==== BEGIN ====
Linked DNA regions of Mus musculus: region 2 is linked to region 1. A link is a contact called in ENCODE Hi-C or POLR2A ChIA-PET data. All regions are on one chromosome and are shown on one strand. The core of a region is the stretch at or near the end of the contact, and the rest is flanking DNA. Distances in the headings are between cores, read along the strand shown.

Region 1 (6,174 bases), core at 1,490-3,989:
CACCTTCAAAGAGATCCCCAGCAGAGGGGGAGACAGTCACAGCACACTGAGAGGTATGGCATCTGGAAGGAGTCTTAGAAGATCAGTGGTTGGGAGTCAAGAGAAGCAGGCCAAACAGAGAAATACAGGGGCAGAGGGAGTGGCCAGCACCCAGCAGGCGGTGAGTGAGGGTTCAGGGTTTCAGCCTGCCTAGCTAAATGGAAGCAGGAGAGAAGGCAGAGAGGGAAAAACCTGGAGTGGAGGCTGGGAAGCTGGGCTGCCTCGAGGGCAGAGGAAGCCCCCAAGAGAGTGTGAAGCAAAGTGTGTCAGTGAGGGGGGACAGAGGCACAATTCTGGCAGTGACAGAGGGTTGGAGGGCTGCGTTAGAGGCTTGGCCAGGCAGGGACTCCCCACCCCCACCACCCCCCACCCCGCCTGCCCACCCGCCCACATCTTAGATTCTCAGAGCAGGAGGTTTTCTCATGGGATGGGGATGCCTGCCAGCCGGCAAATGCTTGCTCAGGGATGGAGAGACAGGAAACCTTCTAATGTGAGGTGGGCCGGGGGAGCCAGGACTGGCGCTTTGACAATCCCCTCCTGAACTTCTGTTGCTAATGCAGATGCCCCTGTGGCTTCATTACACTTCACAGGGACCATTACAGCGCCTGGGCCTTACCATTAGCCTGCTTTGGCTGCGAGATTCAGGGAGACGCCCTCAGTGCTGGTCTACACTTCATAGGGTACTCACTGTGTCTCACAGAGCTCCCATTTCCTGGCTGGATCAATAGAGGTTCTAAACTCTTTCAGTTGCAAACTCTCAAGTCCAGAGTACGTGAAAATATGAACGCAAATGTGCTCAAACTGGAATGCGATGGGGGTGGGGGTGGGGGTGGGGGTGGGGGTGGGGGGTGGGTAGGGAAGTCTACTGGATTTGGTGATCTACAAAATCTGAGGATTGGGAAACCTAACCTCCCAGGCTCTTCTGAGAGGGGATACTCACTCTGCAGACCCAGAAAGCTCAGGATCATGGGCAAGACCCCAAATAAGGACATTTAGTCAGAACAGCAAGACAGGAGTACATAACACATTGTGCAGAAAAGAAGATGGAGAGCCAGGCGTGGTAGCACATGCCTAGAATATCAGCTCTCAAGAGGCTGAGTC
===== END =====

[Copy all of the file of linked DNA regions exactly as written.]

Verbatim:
Linked DNA regions of Mus musculus: region 2 is linked to region 1. A link is a contact called in ENCODE Hi-C or POLR2A ChIA-PET data. All regions are on one chromosome and are shown on one strand. The core of a region is the stretch at or near the end of the contact, and the rest is flanking DNA. Distances in the headings are between cores, read along the strand shown.

Region 1 (6,174 bases), core at 1,490-3,989:
CACCTTCAAAGAGATCCCCAGCAGAGGGGGAGACAGTCACAGCACACTGAGAGGTATGGCATCTGGAAGGAGTCTTAGAAGATCAGTGGTTGGGAGTCAAGAGAAGCAGGCCAAACAGAGAAATACAGGGGCAGAGGGAGTGGCCAGCACCCAGCAGGCGGTGAGTGAGGGTTCAGGGTTTCAGCCTGCCTAGCTAAATGGAAGCAGGAGAGAAGGCAGAGAGGGAAAAACCTGGAGTGGAGGCTGGGAAGCTGGGCTGCCTCGAGGGCAGAGGAAGCCCCCAAGAGAGTGTGAAGCAAAGTGTGTCAGTGAGGGGGGACAGAGGCACAATTCTGGCAGTGACAGAGGGTTGGAGGGCTGCGTTAGAGGCTTGGCCAGGCAGGGACTCCCCACCCCCACCACCCCCCACCCCGCCTGCCCACCCGCCCACATCTTAGATTCTCAGAGCAGGAGGTTTTCTCATGGGATGGGGATGCCTGCCAGCCGGCAAATGCTTGCTCAGGGATGGAGAGACAGGAAACCTTCTAATGTGAGGTGGGCCGGGGGAGCCAGGACTGGCGCTTTGACAATCCCCTCCTGAACTTCTGTTGCTAATGCAGATGCCCCTGTGGCTTCATTACACTTCACAGGGACCATTACAGCGCCTGGGCCTTACCATTAGCCTGCTTTGGCTGCGAGATTCAGGGAGACGCCCTCAGTGCTGGTCTACACTTCATAGGGTACTCACTGTGTCTCACAGAGCTCCCATTTCCTGGCTGGATCAATAGAGGTTCTAAACTCTTTCAGTTGCAAACTCTCAAGTCCAGAGTACGTGAAAATATGAACGCAAATGTGCTCAAACTGGAATGCGATGGGGGTGGGGGTGGGGGTGGGGGTGGGGGTGGGGGGTGGGTAGGGAAGTCTACTGGATTTGGTGATCTACAAAATCTGAGGATTGGGAAACCTAACCTCCCAGGCTCTTCTGAGAGGGGATACTCACTCTGCAGACCCAGAAAGCTCAGGATCATGGGCAAGACCCCAAATAAGGACATTTAGTCAGAACAGCAAGACAGGAGTACATAACACATTGTGCAGAAAAGAAGATGGAGAGCCAGGCGTGGTAGCACATGCCTAGAATATCAGCTCTCAAGAGGCTGAGTC